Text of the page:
[Medscape]Anti-sperm antibody contraceptive method trial in sheep.


The researchers report that sperm-binding antibodies could be an effective non-hormonal method of contraception, at least according to early studies in sheep.

According to a report in Science Translational Medicine, when researchers inserted already-generated human anti-sperm antibodies into the vaginas of female sheep, they found a 99.9 reduction in the amount of sperm that migrated forwards. %. Antibodies pull sperm into clumps (a process called agglutination), trapping them in uterine mucus and preventing them from reaching the egg.

According to the Guttacher Institute, more than 10 million women in the United States take birth control pills, but not all of these women are able to use hormonal birth control methods based on hormones. The in vivo experimental evidence described in this new study is a step towards the development of non-hormonal contraceptives for women.

Senior author Samuel Lai, PhD, Professor in the Department of Pharmaceutical Engineering and Molecular Pharmacy at the University of Carolina at Chapel Hill (UNC), told Medscape Medical News, “The potential for using antibodies to prevent pregnancy is known. coming for decades. Initially, researchers focused on developing a birth control vaccine, partly due to the high cost of producing antibodies. However, those approaches largely fail because the altered antibody response can rapidly wane over time, as well as poor control over recovery.”

However, new technology has sparked interest in sperm-based contraception. Lai notes that “great advances in bioremediation have significantly reduced the cost of antibody production, and also advances in molecular biology have allowed us to find antibodies with high potency.”

In a new study, first author Bhawana Shrestha, PhD, a postdoctoral researcher on UNC, and colleagues put together six, eight, or ten antigen-binding fragments to an antibody.” origin”. These antibodies target a small glycoprotein (CD52) found only in human and chimpanzee sperm. The resulting polyvalent antibodies are at least 10 times more potent and able to bind to sperm than unmodified IgG.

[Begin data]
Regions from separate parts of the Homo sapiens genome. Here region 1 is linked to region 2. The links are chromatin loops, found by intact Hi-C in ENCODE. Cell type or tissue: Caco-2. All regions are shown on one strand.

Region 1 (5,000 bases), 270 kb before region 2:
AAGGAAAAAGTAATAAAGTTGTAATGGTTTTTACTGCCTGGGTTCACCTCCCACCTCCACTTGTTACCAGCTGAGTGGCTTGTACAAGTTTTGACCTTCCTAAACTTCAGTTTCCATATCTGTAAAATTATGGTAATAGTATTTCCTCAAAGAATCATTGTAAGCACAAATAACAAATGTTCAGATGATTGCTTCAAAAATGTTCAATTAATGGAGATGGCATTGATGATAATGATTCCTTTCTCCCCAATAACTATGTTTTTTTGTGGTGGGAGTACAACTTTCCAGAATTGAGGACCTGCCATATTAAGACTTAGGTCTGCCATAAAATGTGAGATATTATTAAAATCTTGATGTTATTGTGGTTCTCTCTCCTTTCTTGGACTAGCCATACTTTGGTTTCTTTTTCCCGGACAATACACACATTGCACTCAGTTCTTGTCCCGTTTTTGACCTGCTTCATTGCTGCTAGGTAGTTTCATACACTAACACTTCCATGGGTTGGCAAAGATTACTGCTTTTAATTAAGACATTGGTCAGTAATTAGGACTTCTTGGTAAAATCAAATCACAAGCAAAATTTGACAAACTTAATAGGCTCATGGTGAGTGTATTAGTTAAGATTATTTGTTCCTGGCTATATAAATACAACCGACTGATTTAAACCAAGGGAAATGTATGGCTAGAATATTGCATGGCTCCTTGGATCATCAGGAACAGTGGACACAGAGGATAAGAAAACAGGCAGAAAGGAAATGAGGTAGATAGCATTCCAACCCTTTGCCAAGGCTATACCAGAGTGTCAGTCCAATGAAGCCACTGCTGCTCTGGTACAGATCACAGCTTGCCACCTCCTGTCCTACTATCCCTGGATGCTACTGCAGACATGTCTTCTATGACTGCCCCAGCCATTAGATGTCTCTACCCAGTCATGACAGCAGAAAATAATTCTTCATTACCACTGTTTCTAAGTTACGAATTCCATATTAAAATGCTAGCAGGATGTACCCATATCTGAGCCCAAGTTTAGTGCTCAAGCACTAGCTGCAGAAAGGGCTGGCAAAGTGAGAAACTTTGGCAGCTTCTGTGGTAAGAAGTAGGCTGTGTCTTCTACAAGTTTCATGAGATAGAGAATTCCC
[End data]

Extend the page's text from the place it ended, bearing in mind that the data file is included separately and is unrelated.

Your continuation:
In an initial series of experiments, the investigators used computer-aided sperm analysis to show that the three antibodies produced agglutinated sperm in less than a minute – Speed ​​is of the utmost importance in creating an effective contraceptive that stops the journey to the cervix. The “sperm release assay” then evaluates antibodies bound to different sperm densities and to ejaculate or natural sperm that have been washed, absorbed, or subjected to a “high-velocity vortex” to simulate simulate “vaginal agitation and mechanical resistance”.

For the in vivo experiment, his researchers adapted a test that, after digitally used in human clinical trials, can now be tested in sheep, the gold standard of Animal samples are vaginal evaluation. Five sheep received human antibodies and were then stimulated with a vaginal dilator before and after the introduction of whole human semen. A control sheep received unmodified IgG. After 2 minutes, the researchers collected material from the vagina and assessed the sperm’s motility.

Two of the engineered antibodies slowed sperm by more than 97%. Lai says the most effective triad, slowing them down by more than 99%, is being developed in preclinical studies that support IND. The parent IgG on which the new antibodies are based has been in a phase 1a clinical trial, funded by ZabBio Inc. In that trial, 15 women with surgical sterilization were tested for “human contraceptive antibodies” in the form of a vaginal membrane inserted before intercourse. The post-coital test is effective.

According to the author, an intravaginal IUD inserted during monthly childbearing is another possible approach to antibody-based female contraception. Both approaches are likely safe because vaginal normal IgG and antibodies both target a single peptide, sperm.

Erwin Goldberg, PhD, Distinguished Professor of Molecular Sciences at Northwestern University, Evanston, Illinois, who has pioneered the use of anti-sperm antibodies as a contraceptive for women “The current technology can be likened to passive immunity, with local delivery and with more powerful antibodies developed in the laboratory,” she said.

“I don’t think safety is an issue, and in the author’s estimation, the chances of getting pregnant are zero. Overall, the technology is promising and meets the desired goal, but more work is needed,” Goldberg told Medscape Medical News.

One limitation of the study is that it did not assess the ability to prevent pregnancy. A small percentage of sperm can pass through the cervix, Goldberg explains, so further experiments are needed to expand the analysis into the female reproductive tract.

Lai is the director and CEO of Mucommune, a startup developing products for women’s reproductive health, and a director with the CSO of Inhalon, a publicly licensed clinical stage company. muco-trapping antibody technology. Mucommune is partnering with ZabBio Inc in the phase 1a clinical trial mentioned above. Goldberg reports no related financial relationships.

Source: https://www.medscape.com/viewarticle/956627

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Translated by: Thuy Linh

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